4. Expand thinking around mental health. Returning to school after a prolonged period of isolation during the pandemic is impacting students’ ability to interact with classmates and teachers. While this is a concern at every grade level, teachers say it is most prevalent in early childhood and the transition to high school. This can manifest in an overreliance on technology devices, shorter attention spans, and even behavioral problems or threats. Until now, we have thought about these threats in the education environment in an individualized manner. Due to the effects of the pandemic, a greater emphasis on behavioral threat assessment of large groups is required. In addition, teachers need greater flexibility and better resources to deal with behavioral issues that arise in their classrooms. This will require equipping staff with strategies to change group behaviors and develop greater resilience in student populations that are dealing with stress and anxiety.
  5. Gather feedback after training. Teachers say they receive good training on mental/behavioral health and social-emotional learning for students but receive no time to digest, implement and provide feedback. While the training may check the necessary box, provide a forum for feedback once teachers have implemented strategies in their classrooms.
  6. Send staff to behavioral health and K-12 safety conferences. These conferences provide expert presentations that can help staff deal with mental health, safety, and security issues. It can also expose them to much-needed technological advancements in behavioral health, threat assessment and security. If budget permits, send staff beyond counselors and psychologists.

I wish that my intuition had been wrong and that this year could have contained the normalcy we all craved; however, the anxiety caused by both the pandemic and pressing societal issues continue to take a toll on our education system.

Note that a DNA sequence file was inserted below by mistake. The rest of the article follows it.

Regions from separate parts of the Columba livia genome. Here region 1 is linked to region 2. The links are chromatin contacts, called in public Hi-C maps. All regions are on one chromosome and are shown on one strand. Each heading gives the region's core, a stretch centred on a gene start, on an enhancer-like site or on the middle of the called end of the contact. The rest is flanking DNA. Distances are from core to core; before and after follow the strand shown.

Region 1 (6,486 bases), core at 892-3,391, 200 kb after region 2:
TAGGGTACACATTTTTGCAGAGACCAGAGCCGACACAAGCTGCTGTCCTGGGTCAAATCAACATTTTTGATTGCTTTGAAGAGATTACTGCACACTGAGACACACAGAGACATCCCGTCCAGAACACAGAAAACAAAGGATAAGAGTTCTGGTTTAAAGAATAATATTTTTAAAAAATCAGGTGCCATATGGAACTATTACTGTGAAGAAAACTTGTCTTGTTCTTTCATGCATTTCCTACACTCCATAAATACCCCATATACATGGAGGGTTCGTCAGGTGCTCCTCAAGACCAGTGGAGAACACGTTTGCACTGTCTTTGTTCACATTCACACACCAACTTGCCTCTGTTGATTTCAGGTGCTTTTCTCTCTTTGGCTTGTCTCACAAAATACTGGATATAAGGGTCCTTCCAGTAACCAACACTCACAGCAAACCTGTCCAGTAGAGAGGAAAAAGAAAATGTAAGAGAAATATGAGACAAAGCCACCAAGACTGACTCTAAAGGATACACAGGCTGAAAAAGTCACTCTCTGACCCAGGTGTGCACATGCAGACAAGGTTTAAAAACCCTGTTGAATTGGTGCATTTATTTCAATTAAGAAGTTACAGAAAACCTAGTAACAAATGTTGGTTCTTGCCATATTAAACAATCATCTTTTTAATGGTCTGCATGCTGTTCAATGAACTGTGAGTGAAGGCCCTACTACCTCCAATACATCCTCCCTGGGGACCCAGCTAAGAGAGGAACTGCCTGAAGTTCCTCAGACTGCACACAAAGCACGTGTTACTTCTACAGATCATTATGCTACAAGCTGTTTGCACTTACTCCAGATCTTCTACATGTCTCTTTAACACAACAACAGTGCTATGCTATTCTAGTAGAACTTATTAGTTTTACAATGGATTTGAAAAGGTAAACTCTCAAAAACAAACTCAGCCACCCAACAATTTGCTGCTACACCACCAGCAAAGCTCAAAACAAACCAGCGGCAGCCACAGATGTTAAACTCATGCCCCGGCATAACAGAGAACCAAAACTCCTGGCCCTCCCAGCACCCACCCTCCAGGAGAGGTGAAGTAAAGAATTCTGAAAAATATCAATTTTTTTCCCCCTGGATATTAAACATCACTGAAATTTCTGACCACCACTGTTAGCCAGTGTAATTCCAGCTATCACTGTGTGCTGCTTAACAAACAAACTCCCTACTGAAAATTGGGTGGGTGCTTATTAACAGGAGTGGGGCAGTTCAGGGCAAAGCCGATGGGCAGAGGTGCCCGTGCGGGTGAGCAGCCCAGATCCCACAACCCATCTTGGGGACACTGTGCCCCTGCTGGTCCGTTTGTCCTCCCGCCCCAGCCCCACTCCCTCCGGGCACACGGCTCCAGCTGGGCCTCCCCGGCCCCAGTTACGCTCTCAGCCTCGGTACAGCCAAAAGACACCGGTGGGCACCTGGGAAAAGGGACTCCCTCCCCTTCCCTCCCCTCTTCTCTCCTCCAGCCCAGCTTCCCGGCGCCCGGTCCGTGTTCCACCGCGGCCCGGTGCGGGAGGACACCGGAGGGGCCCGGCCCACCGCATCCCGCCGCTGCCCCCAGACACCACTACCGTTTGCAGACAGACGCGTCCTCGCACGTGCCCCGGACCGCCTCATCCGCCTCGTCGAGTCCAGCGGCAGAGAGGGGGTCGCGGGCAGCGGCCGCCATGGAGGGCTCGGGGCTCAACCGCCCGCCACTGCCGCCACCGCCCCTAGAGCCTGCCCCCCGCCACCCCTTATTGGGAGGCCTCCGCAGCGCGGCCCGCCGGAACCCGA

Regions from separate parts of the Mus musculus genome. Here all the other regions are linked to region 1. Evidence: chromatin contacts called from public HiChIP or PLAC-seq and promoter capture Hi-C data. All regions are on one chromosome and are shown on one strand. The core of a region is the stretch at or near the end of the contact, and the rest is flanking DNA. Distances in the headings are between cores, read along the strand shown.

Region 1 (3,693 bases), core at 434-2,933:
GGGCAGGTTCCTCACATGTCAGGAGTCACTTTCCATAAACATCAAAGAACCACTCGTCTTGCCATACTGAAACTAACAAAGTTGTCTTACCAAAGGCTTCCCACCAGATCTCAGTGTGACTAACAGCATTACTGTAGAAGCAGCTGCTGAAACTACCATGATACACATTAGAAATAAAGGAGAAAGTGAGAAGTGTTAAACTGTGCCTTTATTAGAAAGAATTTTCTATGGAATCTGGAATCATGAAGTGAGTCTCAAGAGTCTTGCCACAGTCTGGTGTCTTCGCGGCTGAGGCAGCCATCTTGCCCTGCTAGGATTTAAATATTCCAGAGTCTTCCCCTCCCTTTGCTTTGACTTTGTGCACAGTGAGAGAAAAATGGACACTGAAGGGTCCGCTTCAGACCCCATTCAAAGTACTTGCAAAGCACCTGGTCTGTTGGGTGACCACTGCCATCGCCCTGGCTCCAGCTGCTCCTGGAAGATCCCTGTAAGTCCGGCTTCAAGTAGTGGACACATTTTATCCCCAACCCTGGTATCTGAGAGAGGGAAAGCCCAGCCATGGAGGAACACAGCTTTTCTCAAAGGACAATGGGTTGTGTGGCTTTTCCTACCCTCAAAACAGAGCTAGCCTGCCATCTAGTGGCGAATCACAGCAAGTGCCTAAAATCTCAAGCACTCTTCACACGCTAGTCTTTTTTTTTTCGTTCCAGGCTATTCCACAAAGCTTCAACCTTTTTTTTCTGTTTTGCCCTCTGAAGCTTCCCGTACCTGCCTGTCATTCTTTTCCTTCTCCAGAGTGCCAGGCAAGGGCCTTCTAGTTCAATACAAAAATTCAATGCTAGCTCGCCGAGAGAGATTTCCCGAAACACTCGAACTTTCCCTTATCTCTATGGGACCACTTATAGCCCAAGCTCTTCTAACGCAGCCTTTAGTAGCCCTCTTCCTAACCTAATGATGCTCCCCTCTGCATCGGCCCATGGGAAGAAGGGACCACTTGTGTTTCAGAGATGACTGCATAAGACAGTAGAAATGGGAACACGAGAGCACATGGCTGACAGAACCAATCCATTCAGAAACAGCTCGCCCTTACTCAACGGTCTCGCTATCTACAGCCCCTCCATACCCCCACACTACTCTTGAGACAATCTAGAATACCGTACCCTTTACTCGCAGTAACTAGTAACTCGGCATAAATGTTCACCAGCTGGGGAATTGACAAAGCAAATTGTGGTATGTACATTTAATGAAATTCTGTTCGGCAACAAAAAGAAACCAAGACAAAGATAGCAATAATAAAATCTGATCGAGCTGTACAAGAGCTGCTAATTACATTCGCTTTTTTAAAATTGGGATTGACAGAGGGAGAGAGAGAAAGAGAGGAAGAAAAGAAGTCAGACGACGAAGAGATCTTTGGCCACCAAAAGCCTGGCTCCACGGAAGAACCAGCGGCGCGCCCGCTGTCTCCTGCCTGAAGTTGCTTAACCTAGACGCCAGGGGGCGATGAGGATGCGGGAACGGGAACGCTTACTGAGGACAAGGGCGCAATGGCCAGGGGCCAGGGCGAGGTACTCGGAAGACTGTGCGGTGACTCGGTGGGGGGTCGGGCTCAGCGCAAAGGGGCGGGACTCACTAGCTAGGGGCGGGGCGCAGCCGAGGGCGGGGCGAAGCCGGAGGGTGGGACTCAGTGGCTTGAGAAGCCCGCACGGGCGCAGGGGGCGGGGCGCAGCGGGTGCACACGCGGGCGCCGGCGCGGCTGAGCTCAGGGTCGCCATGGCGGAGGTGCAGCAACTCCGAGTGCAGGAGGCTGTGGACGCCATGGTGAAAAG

But all is not lost. While it is not going to disappear overnight, there are things that we can do now to help move forward in our pursuit of a normal, safe learning environment for all.


Joe Hendry is the senior director of onsite services for Navigate360.

2 responses to “6 Ways to Reset School Security and Stop the Education Safety Crisis”

  1. John Morkavich says:

    It’s the day after Uvalde – I assume people became complacent. How did this guy gain entry so easily. School staff will face some serious questions and may live with huge guilt, shame?

  2. Coming from the “safety world”, I would like to expand on John Morkavich statement, if I may.
    * I believe complacency could be one part of the equation.
    * The last report I read was “the door failed” to relock after the teacher returned.
    1. Is this door allowed to be used for the purpose in which it was used? If not, is this common practice? ie using the
    door in this manner? This is important, not to place blame but is this behavior common practice by others?
    2. Do we have a documented PM program for maintenance to review and maintain all doors? working properly.
    3. Gaining access easily:
    A. Little to no barricade.
    B. Door failed to lock properly.
    C. Door may not have been used for its intended purpose by staff. (we know it was not to be used by the intruder)
    4. Serious questions: Rightfully so but with a mindset that invited openness. HOT: Humble Open Transparent
    5. Living with guilt/shame: I can’t imagine having to live with this.

    Thoughts, prayers for all involved. Hard questions to be asked and answered along with actions to implement.